Ask HR: What Is a Performance Improvement Plan?
Ask HR: What Is a Performance Improvement Plan?

Ask HR: What Is a Performance Improvement Plan?

You may or not be familiar with these three little letters: PIP. No, we're not talking about a character from Great Expectations. A PIP in the HR industry refers to a "Performance Improvement Plan." As HR professionals know, PIPs can be tricky. Employees don't generally want one, and managers may not want to give one.

Interested in knowing more about what PIPs are and what they entail? Check out this week's Ask HR column from the HR pros at HR Support Center.

Question:

We’re interested in implementing a performance improvement plan for one of our employees. What does it entail?

Answer from Margaret, HR Pro:

A performance improvement plan is a tool that employers can use to help underperforming employees succeed in the organization. The plan allows you to specify the company’s expectations with respect to employee performance and behavior and to define what success looks like going forward.

The plan itself can be detailed on a single-page form. For your convenience, we have a sample performance improvement plan document on the HR Support Center. In the document you will want to note the basic performance issue (e.g. efficiency, attendance), list examples of the employee’s performance deficiencies, and then state what actions you expect from the employee, how they should be accomplished, and in what timeframe they need to be completed. It is recommended that the plan also make it clear what the consequences will be for failing to meet and sustain improved performance.

As you do with every step of this process, document the meeting in which the performance improvement plan is implemented. You may also want to note that the performance plan is not intended to be an employment contract or guarantee of continuing employment.

The performance improvement plan also provides for follow-up meetings to discuss the employee’s progress. Upon the conclusion of the performance improvement plan, the company will make a decision as to the employee’s continued employment. We generally recommend that the life of the plan be two to three months. We also recommend either weekly or bi-weekly progress meetings with the employee.

If the employee continues to underperform or fails to sustain improved performance, you may need to move on to termination. In this case, you will have the documentation to demonstrate that you gave them a chance to improve. This record will make it more difficult for the employee to challenge the reason for a termination.


Margaret, HR ProMargaret holds a Bachelor of Arts degree in Psychology from Portland State University and a Professional Certificate in Human Resources Management. She has worked in a variety of HR roles in a multi-state capacity. Margaret regularly attends seminars and other continuing education courses to stay current with new developments and changes that affect the workplace and is active in local and national Human Resources organizations.


Do you have questions like this? One entire year of HR Support Center is cheaper than just one hour of a typical attorney's time. Ask us instead.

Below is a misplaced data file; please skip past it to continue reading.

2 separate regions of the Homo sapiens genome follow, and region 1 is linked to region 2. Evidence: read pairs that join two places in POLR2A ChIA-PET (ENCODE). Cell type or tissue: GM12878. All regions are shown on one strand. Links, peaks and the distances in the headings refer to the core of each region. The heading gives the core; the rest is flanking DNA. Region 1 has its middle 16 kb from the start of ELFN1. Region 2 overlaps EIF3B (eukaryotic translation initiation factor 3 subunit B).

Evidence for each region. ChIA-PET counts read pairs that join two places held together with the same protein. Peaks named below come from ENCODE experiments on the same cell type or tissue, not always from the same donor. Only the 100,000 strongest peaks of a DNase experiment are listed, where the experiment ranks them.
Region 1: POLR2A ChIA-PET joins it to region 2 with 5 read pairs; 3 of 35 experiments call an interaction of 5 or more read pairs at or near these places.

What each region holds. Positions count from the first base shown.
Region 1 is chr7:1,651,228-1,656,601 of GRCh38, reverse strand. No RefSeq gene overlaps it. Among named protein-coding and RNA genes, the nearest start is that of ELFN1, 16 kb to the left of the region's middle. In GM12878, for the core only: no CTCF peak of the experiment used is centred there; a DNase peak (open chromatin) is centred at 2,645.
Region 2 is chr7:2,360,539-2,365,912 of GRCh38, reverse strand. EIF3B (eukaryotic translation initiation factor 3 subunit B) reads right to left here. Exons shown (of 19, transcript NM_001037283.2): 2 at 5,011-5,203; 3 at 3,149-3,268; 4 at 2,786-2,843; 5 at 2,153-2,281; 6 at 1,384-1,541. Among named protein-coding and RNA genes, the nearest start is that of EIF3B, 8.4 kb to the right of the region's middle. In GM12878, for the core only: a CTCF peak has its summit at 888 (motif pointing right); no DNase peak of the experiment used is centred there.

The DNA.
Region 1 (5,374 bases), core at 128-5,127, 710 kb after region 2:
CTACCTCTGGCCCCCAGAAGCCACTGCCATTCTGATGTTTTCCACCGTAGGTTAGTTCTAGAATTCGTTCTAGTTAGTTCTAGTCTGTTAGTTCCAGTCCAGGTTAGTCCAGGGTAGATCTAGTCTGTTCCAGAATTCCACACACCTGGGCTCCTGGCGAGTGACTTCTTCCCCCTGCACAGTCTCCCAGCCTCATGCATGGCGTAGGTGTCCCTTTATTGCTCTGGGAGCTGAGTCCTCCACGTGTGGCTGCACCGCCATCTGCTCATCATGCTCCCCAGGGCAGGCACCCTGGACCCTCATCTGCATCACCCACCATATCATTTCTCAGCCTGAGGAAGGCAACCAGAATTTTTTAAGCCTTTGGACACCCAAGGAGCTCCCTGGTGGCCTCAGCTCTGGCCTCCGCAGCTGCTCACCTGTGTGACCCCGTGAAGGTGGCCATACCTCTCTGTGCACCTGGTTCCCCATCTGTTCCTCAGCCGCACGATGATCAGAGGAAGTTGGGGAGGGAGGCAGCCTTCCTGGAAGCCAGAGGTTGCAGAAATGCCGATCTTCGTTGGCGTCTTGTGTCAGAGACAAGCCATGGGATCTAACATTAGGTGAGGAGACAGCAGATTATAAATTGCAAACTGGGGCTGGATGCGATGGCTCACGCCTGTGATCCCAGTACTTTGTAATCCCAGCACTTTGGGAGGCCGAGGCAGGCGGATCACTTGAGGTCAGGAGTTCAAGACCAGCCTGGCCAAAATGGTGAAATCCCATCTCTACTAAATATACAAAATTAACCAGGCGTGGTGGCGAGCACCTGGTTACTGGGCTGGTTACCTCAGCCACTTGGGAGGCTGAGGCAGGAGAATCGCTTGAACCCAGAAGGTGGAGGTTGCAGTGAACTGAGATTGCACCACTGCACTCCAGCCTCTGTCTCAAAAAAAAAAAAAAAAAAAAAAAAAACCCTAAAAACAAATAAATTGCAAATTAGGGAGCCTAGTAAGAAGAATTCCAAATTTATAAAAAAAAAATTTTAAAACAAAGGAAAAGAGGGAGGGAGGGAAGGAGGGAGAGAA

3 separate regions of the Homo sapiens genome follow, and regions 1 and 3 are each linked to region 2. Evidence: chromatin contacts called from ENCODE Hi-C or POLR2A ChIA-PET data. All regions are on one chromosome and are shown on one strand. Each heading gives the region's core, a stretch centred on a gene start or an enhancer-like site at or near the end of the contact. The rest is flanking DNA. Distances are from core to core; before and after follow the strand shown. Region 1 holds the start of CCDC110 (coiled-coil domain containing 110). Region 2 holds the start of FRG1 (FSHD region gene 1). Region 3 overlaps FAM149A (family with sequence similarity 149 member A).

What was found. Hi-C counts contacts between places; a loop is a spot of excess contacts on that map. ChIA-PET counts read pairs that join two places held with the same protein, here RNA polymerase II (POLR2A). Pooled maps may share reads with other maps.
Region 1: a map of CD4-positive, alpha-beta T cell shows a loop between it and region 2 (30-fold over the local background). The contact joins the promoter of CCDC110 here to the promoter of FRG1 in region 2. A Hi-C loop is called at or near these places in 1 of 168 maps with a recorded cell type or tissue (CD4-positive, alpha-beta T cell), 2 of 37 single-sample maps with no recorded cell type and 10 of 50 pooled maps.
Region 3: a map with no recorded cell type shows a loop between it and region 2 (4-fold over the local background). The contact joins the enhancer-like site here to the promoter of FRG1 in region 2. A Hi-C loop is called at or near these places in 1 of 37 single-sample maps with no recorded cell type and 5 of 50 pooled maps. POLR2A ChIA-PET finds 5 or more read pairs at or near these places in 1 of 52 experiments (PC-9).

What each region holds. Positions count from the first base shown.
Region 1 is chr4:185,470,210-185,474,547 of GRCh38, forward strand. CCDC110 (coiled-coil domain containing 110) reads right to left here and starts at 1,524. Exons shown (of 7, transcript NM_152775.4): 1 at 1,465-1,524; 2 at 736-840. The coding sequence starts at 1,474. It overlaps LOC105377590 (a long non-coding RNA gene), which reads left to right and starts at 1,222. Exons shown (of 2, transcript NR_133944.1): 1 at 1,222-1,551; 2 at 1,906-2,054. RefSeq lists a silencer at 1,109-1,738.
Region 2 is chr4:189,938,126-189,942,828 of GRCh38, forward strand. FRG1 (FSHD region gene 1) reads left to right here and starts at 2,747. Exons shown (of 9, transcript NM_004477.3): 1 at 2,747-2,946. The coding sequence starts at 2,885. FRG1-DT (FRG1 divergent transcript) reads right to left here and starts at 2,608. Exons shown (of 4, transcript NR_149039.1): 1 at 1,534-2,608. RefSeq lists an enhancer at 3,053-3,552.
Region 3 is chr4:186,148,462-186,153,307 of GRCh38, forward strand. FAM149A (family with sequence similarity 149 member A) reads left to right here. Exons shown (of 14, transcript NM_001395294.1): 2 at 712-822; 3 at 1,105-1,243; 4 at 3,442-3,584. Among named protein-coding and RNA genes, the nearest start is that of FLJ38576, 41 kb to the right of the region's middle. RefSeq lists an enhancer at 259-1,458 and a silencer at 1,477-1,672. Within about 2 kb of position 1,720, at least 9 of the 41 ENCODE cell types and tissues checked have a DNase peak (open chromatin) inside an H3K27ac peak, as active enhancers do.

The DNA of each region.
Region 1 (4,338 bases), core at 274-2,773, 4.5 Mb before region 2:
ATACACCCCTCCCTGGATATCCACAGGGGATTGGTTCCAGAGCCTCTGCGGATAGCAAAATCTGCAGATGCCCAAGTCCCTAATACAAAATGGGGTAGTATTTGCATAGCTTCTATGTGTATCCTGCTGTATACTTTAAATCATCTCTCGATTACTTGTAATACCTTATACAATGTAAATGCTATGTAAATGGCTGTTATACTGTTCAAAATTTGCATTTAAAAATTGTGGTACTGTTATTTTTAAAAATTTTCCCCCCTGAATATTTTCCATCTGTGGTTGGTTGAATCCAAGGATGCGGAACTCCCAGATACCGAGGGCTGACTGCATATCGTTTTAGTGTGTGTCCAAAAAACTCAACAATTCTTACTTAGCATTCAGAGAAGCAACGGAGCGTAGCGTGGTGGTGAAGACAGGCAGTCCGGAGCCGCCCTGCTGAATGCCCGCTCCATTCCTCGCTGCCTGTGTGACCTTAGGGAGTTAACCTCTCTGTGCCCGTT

More to Discover

Case Study: Ohio Catholic Credit Union

Case Study: Ohio Catholic Credit Union

After working with an unfriendly HR solution that outgrew their business needs and made running reports challenging, Ohio Catholic Credit Union turned to Paycor for help. Now, the HR team can easily create the reports they need and extract the right data to share with the Bureau of Labor Statistics and senior leaders. Best of all, the enhanced reporting capabilities has saved the VP of HR 20 minutes each time she generates a report. Check out the case study below and discover why Ohio Catholic Credit Union trusts their most critical people management and payroll needs to Paycor.

Webinar: Feature Focus: Manage Access (Paycor Customers)

Webinar: Feature Focus: Manage Access (Paycor Customers)

Find out how you can leverage Paycor's Manage Access to it's full potential. You will learn how to create and assign roles and privileges in the system based on responsibilities.

Case Study: Capital Brewery

Case Study: Capital Brewery

Complicated reporting, poor customer service and the feeling that they just didn’t have control over the HR functions they really needed led Capital Brewery in Madison, Wis., to seek a payroll and time and attendance solution that provide an efficient and seamless experience. “Partnering with Paycor saves us time. It allowed us to create the reports we need and made onboarding so easy,” said Capital Brewery accountant Dawn Westhoff. “From requesting time off, processing payroll or just answering HR questions, Paycor is helping us handle everything professionally.”

Franchise Payroll: Answering Tough Questions

Franchise Payroll: Answering Tough Questions

It’s no secret that payroll for franchisees and franchisors can be a hodgepodge of confusion. Who’s responsible for payroll? Often, it’s a toss-up. With so much confusion it’s easy to fall victim to major fines and penalties. That’s why it’s so important to get payroll right. If you’re one of the lucky few (a franchise with a built-in payroll provider as part of the franchise agreement), great! But if not, you may be left with tedious HR tasks that take your focus away from your customers. Before we dive deeper, let’s identify the players in the game. “Employer” “Franchisor” and “Franchisee” Who’s Who? Owning a franchise is similar in many ways to running an independent small business, such as a restaurant or dry cleaners. One of the...